The rustling and bustling of the city envelops you. From your home in the lower end of town, a grizzled and gray Vaelune sells trinkets made of something that at least looks like gold. A Dunir family buys spices from a Ren’Kai with a soft smile as he gives them a deal.The buzz changes the longer you walk, people begin taking their time a bit more, the hollering and haggling ends. Where once you saw a Kaelar stooped over by age and illness, you now see an Empyrean selling fine art out of her gallery (complete with a statue-like guard to ward off wandering hands). You feel a bit out of place, but you have places to go and people to see. Every step takes you farther away from the city you knew and into the shadow of what controls it all. Looking up, you see what can only be called a ziggurat, but instead of worshipping creation it praises bureaucracy. The only thing you see above it is the sun, though even it seems to give deference to the monument before you. You know that you’re entering into a truly dangerous place – decisions made here don’t affect just you, but all of Verra.
There is no building more powerful, more magnetic than the City Hall. Many stories include themes of intrigue, power struggles – the highest highs of the human condition as well as the lowest lows.These stories are often wrapped in politics, or some type of government setting. Think of television shows where ambitious politicians use back door conversations to expand their own power, sci-fi novels where corporations own everything or fantasy novels where the court is as dangerous as the battlefield. Since our game has a player-run government structure, our world will be no different. For those who like to lead, participate or control, we’ve got just the system for you.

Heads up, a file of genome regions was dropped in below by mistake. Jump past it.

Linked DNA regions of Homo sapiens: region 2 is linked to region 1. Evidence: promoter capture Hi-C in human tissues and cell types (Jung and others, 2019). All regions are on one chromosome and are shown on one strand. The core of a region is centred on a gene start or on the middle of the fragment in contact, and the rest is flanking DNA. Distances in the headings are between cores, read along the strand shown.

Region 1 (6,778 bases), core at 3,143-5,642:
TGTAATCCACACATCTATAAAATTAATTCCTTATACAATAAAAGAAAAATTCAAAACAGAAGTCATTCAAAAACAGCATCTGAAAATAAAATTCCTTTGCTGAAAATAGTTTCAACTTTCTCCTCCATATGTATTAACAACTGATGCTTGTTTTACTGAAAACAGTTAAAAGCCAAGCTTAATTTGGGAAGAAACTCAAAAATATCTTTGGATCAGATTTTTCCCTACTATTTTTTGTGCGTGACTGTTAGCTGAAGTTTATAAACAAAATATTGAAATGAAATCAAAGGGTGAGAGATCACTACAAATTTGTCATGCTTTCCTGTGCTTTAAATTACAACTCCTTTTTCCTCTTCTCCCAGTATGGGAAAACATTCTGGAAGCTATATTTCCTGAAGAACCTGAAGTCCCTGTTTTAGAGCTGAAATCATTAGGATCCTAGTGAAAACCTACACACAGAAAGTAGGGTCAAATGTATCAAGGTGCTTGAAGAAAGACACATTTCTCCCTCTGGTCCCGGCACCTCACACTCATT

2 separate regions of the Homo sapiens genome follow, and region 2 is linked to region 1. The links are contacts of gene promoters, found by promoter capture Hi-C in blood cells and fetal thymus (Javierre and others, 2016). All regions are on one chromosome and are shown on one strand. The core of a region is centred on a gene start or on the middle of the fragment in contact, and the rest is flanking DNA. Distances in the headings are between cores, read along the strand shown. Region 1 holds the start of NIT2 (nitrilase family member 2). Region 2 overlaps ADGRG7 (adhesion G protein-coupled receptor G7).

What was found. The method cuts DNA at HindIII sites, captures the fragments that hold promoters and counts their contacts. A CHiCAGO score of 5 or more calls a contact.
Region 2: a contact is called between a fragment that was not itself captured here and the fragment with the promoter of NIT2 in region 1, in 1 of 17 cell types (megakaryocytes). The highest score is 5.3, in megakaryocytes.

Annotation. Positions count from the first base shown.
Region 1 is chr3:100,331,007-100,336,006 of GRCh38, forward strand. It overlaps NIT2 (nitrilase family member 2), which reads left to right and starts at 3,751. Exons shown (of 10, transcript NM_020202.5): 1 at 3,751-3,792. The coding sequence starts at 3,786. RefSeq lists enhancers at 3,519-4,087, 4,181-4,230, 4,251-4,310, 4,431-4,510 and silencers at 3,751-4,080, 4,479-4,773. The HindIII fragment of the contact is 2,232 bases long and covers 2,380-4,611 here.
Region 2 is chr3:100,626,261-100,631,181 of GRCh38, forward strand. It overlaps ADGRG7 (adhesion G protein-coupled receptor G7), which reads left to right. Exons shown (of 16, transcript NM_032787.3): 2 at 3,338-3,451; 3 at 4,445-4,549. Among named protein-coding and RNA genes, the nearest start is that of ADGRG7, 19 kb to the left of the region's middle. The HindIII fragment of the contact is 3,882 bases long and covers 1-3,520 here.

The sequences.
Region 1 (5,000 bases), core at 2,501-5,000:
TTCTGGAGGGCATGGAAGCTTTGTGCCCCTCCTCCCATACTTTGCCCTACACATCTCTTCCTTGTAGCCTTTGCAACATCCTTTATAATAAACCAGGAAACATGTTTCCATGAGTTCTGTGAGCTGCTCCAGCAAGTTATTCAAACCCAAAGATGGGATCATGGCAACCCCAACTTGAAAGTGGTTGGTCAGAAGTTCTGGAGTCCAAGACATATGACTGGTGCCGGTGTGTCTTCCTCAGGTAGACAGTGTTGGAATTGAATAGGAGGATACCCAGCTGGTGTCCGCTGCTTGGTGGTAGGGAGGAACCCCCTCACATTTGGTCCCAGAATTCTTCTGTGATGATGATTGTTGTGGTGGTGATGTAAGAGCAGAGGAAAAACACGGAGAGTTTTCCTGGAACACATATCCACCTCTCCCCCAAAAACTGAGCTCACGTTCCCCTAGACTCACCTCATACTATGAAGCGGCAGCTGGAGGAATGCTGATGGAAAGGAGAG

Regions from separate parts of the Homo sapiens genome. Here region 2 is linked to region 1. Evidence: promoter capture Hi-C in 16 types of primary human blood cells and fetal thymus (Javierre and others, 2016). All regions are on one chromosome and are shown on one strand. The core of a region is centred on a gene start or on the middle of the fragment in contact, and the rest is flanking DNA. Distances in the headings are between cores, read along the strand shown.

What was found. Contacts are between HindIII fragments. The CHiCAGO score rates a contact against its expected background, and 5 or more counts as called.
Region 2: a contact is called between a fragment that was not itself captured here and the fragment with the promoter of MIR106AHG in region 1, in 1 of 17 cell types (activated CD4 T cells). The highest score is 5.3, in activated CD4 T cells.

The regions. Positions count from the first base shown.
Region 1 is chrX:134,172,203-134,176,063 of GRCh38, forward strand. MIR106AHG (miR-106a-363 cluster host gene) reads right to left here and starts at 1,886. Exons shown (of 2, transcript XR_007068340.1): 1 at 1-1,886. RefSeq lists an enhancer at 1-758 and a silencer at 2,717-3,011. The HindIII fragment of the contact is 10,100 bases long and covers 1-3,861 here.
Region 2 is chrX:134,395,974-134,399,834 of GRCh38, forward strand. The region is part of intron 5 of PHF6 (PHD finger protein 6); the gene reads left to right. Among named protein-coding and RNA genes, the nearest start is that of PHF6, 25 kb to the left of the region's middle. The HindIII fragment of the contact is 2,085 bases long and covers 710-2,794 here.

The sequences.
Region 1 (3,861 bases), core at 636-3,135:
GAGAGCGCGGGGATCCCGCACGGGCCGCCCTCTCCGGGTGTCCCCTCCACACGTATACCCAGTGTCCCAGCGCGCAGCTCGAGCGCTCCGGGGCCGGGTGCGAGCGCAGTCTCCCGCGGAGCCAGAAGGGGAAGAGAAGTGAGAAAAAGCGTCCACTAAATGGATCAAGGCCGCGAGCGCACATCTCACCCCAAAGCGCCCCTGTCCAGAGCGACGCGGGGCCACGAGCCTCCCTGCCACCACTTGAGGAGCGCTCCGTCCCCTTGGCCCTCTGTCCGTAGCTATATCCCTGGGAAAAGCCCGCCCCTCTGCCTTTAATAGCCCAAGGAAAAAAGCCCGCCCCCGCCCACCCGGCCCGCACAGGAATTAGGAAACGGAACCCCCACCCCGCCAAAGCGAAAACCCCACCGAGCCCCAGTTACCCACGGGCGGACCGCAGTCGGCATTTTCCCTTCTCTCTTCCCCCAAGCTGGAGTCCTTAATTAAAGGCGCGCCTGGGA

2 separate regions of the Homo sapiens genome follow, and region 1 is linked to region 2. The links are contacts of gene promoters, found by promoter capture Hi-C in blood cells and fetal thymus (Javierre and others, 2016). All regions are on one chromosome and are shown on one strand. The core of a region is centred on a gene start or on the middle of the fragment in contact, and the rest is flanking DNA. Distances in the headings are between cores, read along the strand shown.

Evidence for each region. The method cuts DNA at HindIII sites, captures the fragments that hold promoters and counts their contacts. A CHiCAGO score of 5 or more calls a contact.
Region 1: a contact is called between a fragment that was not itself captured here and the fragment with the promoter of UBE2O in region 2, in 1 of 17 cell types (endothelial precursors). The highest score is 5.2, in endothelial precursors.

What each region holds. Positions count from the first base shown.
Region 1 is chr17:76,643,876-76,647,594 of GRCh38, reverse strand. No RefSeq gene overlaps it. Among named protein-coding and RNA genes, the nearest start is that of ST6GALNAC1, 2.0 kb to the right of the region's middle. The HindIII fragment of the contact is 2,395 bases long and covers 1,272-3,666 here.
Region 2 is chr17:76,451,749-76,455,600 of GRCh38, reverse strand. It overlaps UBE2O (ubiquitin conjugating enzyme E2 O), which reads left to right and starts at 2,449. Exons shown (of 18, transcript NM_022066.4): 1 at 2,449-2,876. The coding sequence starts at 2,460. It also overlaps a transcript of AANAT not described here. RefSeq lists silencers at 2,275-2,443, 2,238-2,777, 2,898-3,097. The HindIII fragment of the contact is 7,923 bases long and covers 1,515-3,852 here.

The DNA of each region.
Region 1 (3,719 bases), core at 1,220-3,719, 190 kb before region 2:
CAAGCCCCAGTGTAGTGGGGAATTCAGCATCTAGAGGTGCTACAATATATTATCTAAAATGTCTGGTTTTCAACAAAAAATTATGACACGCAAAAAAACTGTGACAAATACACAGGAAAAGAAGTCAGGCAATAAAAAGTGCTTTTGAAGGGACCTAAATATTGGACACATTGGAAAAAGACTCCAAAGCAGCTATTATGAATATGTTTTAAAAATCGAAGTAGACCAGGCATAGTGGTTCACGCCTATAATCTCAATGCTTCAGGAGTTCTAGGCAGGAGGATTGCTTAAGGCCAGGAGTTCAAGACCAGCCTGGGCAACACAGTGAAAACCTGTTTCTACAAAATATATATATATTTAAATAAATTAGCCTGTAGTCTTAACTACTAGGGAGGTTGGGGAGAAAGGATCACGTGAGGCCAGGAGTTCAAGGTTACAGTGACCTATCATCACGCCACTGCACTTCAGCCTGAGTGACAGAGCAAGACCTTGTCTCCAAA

THE PEOPLE NEED LEADERS
Our government system is really all about letting players take control of the world they make. The first step here is deciding how the city should feel, what laws should be in place and how it’s run. A lot of this comes from what’s actually in the city, so one of the largest systems players will interact with in the City Hall are buildings. Players are able to make choices about which buildings within the walls of the Node get built. Leaders of a Node will decide which buildings they want to build, expand (level up), or eventually demolish. Are you in an economic Node where most of your citizens have gold always on the brain? Then perhaps try expanding the marketplace by allowing more kiosks, or instead use those resources to build an auction house. These are decisions that change not just the literal landscape of the Node but the political landscape as well. Disagreements of the Node’s direction will inevitably arise and whether strife takes hold is dependent on the savvy of those in charge. By giving options to the players, personalities will eventually become more apparent and unless leaders play the political game well, that well-oiled bureaucratic machine may begin to break down. We want our Nodes to have personality, not because we made it that way but because our players are the Nodes.
Not all conflicts arise from within a Node, however. There are times where one Node will have problems with another down the road. Much like how at the tavern, guilds or groups may plan each other’s demise, leaders of Nodes can plan the destruction of others within the City Hall. Who else will rally the people and alert them to the dangers marching ever forward, ready to destroy their homes, other than the ever-selfless bureaucracy? The City Hall gives you the option to make foreign citizens of certain cities enemies of the state, rewarding your own citizens for helping bring them to justice! If the guerilla tactics seem a bit too roundabout for you, you can press the button to declare war on another Node and rally your citizens to the cause! Just be careful not to lose their favor, or you won’t be in power for long…
BONDS OF COOPERATION